As 2009 ramps up, it’s time to get the safety manual out and dusted off for another year. Schedule the overtime, print the packets, and warm up the PowerPoint presentation right? WRONG!
Although classroom training or facilitating a safety meeting is a simple process, there are many hidden costs that are consistently overlooked. The most notable expense is overtime wages.
In most cases, overtime wages do not directly affect a department manager’s annual operating budget. Because safety compliance training is required and is a justifiable part of operation; the cost burden is shifted to HR as a wage expense. This allows departments to continue on as usual and eliminates further accountability for recurring annual overtime expenses. In addition, it also removes the incentive for department heads to seek more efficient ways to deliver training.
What’s wrong with Paying Overtime?
Safety is a pressing issue in manufacturing and training the workforce on overtime has emerged as the best known cost alternative compared to halting production. Shutting down operations to deliver training could cost millions of dollars per year, so a few hours of overtime makes sense right? WRONG!
Most overtime wages are paid at a rate of 1.5 times the hourly rate for non-salaried employees. When multiplied over hundreds or thousands of employees throughout the year, the expense begins to balloon very quickly. Also, as annual wages increase, so does the cost of providing training to the workforce. In the long-run, paying overtime will prove to be cost prohibitive.
How Expensive Can it Really Be?
In order to shed some light on the cost of overtime expenditures, it’s important to look at the cost driving factors behind wage expenses relative to training:
From these three contributors, we can begin to put together an analysis and see how the cost of safety training really adds up. As an example, let’s take a company with only 200 non-salaried employees that have a safety meeting that lasts for one hour per month on overtime hours. Let’s assume an average hourly wage of $17.00, which would put their overtime rate at $25.00. Just for one hour per month, the annual cost per employee is $300. Three-hundred dollars doesn’t sound like a lot, but for a 200 employee site, the expense is $60,000 per year and an astounding $300,000 after 5 years. These figures don’t account for the cost of employing a trainer, potential workforce wage increases, or record maintenance and storage expenses.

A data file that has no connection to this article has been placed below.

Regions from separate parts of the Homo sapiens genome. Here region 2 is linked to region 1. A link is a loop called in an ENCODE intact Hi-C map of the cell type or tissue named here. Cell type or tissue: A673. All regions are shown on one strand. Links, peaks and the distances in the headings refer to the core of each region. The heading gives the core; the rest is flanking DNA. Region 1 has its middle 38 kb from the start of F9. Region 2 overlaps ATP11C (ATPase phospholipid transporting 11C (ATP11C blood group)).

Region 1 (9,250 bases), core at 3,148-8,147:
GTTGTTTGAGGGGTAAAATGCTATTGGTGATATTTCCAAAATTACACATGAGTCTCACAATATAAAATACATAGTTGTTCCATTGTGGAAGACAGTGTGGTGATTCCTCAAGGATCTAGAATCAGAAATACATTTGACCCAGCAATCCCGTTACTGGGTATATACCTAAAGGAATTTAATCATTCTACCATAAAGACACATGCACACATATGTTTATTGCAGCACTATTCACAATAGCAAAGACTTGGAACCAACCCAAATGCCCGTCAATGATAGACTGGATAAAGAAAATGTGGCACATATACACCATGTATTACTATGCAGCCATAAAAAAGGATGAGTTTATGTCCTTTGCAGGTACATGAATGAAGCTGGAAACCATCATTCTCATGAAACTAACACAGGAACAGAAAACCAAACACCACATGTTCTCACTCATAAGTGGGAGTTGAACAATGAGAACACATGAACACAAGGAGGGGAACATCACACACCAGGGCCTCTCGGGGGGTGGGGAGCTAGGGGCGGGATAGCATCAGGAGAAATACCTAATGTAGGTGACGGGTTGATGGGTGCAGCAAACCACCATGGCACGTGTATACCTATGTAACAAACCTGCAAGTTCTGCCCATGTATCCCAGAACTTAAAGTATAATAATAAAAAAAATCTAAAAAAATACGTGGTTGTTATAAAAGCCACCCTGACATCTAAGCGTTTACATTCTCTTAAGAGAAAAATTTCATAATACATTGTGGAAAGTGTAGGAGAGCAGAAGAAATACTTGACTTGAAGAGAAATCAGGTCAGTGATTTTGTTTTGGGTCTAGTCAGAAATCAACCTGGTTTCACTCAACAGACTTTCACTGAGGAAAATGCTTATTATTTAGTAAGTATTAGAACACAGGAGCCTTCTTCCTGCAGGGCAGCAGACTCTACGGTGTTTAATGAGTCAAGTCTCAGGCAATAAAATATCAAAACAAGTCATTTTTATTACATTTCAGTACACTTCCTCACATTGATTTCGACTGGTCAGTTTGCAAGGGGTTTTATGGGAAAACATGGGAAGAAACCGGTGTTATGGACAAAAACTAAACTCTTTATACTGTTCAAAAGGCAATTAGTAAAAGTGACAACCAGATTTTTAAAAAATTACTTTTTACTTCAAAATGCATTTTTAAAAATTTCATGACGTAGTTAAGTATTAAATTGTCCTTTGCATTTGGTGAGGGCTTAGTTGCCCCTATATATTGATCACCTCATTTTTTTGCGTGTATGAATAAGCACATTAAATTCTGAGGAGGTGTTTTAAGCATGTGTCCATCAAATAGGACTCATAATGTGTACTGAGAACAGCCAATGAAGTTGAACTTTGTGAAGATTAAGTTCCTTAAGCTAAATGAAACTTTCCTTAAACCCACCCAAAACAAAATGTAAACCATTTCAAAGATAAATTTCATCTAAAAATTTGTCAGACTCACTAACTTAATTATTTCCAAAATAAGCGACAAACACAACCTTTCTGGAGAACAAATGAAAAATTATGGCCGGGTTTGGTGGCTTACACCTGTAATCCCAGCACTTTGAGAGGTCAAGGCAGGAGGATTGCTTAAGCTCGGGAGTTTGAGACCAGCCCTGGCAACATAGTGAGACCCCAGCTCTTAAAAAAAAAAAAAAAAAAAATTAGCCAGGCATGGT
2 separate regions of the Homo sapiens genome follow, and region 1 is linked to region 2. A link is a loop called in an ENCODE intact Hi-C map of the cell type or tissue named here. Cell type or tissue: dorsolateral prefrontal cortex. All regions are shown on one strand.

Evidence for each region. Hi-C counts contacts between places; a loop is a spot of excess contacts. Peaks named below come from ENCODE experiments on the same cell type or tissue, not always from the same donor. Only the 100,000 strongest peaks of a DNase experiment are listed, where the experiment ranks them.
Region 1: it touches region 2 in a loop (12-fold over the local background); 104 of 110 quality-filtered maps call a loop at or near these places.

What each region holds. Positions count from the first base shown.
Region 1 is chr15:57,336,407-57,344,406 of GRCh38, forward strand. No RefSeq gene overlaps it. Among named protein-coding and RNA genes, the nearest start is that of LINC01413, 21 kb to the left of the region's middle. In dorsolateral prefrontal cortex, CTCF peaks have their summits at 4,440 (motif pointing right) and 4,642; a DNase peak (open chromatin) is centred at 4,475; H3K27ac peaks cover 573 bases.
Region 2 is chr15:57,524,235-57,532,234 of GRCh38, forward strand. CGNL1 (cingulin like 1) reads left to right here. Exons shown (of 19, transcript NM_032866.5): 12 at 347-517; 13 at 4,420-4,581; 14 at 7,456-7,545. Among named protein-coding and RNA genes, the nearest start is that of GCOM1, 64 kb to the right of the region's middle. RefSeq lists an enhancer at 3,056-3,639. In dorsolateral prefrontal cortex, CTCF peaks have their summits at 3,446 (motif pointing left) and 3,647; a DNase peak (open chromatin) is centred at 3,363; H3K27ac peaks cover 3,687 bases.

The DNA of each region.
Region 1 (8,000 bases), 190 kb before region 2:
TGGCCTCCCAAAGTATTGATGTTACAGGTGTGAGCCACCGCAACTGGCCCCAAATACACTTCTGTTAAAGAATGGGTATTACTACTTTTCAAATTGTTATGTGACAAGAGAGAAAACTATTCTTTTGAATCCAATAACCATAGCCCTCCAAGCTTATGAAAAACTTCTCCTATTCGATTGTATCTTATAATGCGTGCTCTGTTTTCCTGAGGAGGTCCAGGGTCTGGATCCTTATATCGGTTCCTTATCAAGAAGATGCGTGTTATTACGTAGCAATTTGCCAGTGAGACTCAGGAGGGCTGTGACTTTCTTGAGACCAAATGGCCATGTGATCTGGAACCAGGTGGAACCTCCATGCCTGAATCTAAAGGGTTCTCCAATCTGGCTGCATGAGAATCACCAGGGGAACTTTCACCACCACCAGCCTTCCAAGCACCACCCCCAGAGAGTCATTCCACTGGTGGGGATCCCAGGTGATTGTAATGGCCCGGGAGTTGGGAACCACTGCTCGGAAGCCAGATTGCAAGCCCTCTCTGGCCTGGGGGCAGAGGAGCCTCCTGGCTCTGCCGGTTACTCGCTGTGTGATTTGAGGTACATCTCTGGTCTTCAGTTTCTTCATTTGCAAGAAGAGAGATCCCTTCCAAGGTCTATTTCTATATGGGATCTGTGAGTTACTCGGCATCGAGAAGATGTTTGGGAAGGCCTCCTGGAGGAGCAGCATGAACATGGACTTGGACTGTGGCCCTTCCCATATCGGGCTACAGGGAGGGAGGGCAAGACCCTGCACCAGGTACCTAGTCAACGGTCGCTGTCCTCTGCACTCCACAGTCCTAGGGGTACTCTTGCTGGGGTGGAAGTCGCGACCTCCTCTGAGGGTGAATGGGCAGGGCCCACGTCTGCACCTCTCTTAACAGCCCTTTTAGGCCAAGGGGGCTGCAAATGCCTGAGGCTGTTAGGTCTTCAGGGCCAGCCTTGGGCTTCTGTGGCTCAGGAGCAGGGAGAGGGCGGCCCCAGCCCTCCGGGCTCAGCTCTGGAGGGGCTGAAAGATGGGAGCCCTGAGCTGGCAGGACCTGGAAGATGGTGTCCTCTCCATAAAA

What Else is Out There?
Over the last decade, communication has become lightning fast. Internet connections have higher bandwidth capacity, software designs are more focused and refined, and real-time data tracking is a standard part of operations. It is no wonder that the next wave in work-force education is web-based training. Delivering training over the web enables companies to significantly reduce overtime expense and more efficiently deliver and track employee learning with very little required resources.
How Much Cheaper Can it Be?
Having a web-based system allows the workforce to access training virtually any time during their shift by simply logging into a network computer. This means that employees can complete their required training during breaks or downtime, this eliminating the need for managers to schedule overtime wages for annual, semi-annual, or quarterly refresher training.
Training content delivered over the web can vary in price depending on which vendor supplies the training. The quality of web-based training is a subject for an entirely different article, but to provide a meaningful comparison, lets assume that a system capable of training 200 employees with 12 hours of safety training costs around $50,000 up front. This seems like a big one-time expense, but the cost averaged over 5 years is only $10,000 per year, vs. $60,000 per year of overtime training. The cost savings over the 5 years would be approximately $250,000. In reality, not all classroom training can be eliminated by implementing an online training system. Depending on utilization rates, savings can range anywhere from 30% – 80% of the cost of overtime-based training.
The cost of delivering visitor/vendor/ service representative/contractor training can also have many hidden costs. Try out our online calculator to see these hidden costs on our website: http://www.thinkconvergence.com/contractor-training/features.aspx
Or, to receive a free, customized sensitivity analysis of your current training program, call or email Convergence at: